Locked in at the Zoo
Many of the blogs I read had some version of the Remembering 9-11 post.
Mine was quiet in a way because of 9-11.
Because of 9-11, my husband's day job has him in uniform most days of the week and some days of the weekend.
Because of 9-11, instead of being called a "weekend warrior, hur hur hur", complete strangers come up to him in the grocery store and shake his hand or pay for his breakfast when he eats in a restaurant.
Because of 9-11, we spent the evening of 9-11 locked in the zoo!
Operation Military Kids is a program meant to lighten the part of the load that kids bear when they have a mom or dad who is in the military.
Through OMK, my husband, our son, and I went to the zoo with a bunch of other military families, were locked in when the zoo closed, and spent the night in Binder Park Zoo's Wild Africa area.
We had dinner and did some icebreaking activities. We had (microwaved) s'mores (a marshmallow and a square of chocolate bar sandwiched in graham crackers) and a campfire. We slept in sleeping bags in a screened building and woke up to the crowing of red jungle fowl.
This morning, we had breakfast and watched ostriches up close.
We watched as the bontebok, zebra, and giraffes were released into their enclosure for the day. (Can you spot the giraffe? A triangular light spot halfway up the slope?)This is a 19-acre area with two natural ponds. I was amused to see that the giraffes have browsed it up around the edges of the fence just like a giant horse pen. It's a big enough area that the animals don't wear it out. I had to stitch two shots together to get the whole width in:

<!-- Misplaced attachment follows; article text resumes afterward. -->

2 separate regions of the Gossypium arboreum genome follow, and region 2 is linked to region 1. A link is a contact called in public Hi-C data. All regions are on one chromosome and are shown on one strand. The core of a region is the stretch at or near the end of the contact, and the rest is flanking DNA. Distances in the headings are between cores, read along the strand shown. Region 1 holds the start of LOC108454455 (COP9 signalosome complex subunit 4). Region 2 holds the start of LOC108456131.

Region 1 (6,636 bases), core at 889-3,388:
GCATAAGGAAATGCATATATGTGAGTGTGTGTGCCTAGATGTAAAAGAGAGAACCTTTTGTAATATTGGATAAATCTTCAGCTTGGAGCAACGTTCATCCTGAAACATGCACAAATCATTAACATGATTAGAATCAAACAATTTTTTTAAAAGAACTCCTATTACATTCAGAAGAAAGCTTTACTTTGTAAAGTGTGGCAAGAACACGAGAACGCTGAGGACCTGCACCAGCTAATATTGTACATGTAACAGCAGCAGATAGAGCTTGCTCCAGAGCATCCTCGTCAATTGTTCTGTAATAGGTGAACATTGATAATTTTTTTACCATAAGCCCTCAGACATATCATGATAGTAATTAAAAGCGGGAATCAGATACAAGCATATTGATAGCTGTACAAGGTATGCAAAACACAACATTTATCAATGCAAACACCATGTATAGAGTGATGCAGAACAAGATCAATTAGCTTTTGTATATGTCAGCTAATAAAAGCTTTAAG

Here's a zoom shot as they were let out. You can see the two keepers who followed them out and shut the gates that lead back to the barn where they spend the night, and one of the two baby giraffes just born this summer.
In the "I love my camera" department, I cropped out all but the bit with the mother giraffe and her baby.Pretty good for about a quarter of a mile away.
Later in the day the giraffes came to the overlook where you can buy part of their daily food and let them take it through the netting. Baby Giraffe stood patiently . . .
While his mother ate some lettuce.
And tonight we are all completely wiped out and looking forward to sleeping in our beds and not on a concrete floor.